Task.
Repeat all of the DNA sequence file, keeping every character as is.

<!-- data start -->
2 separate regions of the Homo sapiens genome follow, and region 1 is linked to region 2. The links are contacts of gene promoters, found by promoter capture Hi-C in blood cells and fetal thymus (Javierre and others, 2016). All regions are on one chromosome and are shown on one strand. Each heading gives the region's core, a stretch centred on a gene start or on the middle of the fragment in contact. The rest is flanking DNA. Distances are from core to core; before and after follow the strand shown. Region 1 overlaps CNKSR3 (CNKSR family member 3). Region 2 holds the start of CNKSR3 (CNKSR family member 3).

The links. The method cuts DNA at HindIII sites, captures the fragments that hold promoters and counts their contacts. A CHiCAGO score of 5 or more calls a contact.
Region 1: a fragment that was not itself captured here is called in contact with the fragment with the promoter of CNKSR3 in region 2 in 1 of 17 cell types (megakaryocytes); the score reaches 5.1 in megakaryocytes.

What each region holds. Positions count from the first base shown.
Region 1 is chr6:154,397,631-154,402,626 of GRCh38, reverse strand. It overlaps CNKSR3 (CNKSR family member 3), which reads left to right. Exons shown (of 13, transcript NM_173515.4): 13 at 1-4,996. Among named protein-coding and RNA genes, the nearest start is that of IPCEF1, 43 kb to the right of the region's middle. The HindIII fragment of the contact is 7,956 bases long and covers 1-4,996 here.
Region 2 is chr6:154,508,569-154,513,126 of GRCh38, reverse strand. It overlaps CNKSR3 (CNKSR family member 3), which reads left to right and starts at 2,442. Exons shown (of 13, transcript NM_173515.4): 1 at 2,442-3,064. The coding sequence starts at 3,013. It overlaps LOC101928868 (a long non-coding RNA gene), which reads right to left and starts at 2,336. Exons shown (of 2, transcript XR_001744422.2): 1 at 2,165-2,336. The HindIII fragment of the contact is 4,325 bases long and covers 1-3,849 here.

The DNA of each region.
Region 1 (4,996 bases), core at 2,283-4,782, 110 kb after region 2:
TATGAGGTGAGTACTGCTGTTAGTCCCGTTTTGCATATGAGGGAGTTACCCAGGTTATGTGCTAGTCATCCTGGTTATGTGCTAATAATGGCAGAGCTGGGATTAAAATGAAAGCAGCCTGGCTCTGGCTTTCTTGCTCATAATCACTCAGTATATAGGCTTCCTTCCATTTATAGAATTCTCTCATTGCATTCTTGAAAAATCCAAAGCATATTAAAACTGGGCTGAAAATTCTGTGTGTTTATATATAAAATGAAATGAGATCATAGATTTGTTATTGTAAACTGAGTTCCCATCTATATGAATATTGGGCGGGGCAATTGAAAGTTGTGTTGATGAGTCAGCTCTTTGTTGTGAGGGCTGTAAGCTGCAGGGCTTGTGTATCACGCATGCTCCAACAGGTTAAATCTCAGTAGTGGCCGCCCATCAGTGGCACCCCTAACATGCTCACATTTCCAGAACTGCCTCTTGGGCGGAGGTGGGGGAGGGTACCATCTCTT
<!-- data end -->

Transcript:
2 separate regions of the Homo sapiens genome follow, and region 1 is linked to region 2. The links are contacts of gene promoters, found by promoter capture Hi-C in blood cells and fetal thymus (Javierre and others, 2016). All regions are on one chromosome and are shown on one strand. Each heading gives the region's core, a stretch centred on a gene start or on the middle of the fragment in contact. The rest is flanking DNA. Distances are from core to core; before and after follow the strand shown. Region 1 overlaps CNKSR3 (CNKSR family member 3). Region 2 holds the start of CNKSR3 (CNKSR family member 3).

The links. The method cuts DNA at HindIII sites, captures the fragments that hold promoters and counts their contacts. A CHiCAGO score of 5 or more calls a contact.
Region 1: a fragment that was not itself captured here is called in contact with the fragment with the promoter of CNKSR3 in region 2 in 1 of 17 cell types (megakaryocytes); the score reaches 5.1 in megakaryocytes.

What each region holds. Positions count from the first base shown.
Region 1 is chr6:154,397,631-154,402,626 of GRCh38, reverse strand. It overlaps CNKSR3 (CNKSR family member 3), which reads left to right. Exons shown (of 13, transcript NM_173515.4): 13 at 1-4,996. Among named protein-coding and RNA genes, the nearest start is that of IPCEF1, 43 kb to the right of the region's middle. The HindIII fragment of the contact is 7,956 bases long and covers 1-4,996 here.
Region 2 is chr6:154,508,569-154,513,126 of GRCh38, reverse strand. It overlaps CNKSR3 (CNKSR family member 3), which reads left to right and starts at 2,442. Exons shown (of 13, transcript NM_173515.4): 1 at 2,442-3,064. The coding sequence starts at 3,013. It overlaps LOC101928868 (a long non-coding RNA gene), which reads right to left and starts at 2,336. Exons shown (of 2, transcript XR_001744422.2): 1 at 2,165-2,336. The HindIII fragment of the contact is 4,325 bases long and covers 1-3,849 here.

The DNA of each region.
Region 1 (4,996 bases), core at 2,283-4,782, 110 kb after region 2:
TATGAGGTGAGTACTGCTGTTAGTCCCGTTTTGCATATGAGGGAGTTACCCAGGTTATGTGCTAGTCATCCTGGTTATGTGCTAATAATGGCAGAGCTGGGATTAAAATGAAAGCAGCCTGGCTCTGGCTTTCTTGCTCATAATCACTCAGTATATAGGCTTCCTTCCATTTATAGAATTCTCTCATTGCATTCTTGAAAAATCCAAAGCATATTAAAACTGGGCTGAAAATTCTGTGTGTTTATATATAAAATGAAATGAGATCATAGATTTGTTATTGTAAACTGAGTTCCCATCTATATGAATATTGGGCGGGGCAATTGAAAGTTGTGTTGATGAGTCAGCTCTTTGTTGTGAGGGCTGTAAGCTGCAGGGCTTGTGTATCACGCATGCTCCAACAGGTTAAATCTCAGTAGTGGCCGCCCATCAGTGGCACCCCTAACATGCTCACATTTCCAGAACTGCCTCTTGGGCGGAGGTGGGGGAGGGTACCATCTCTT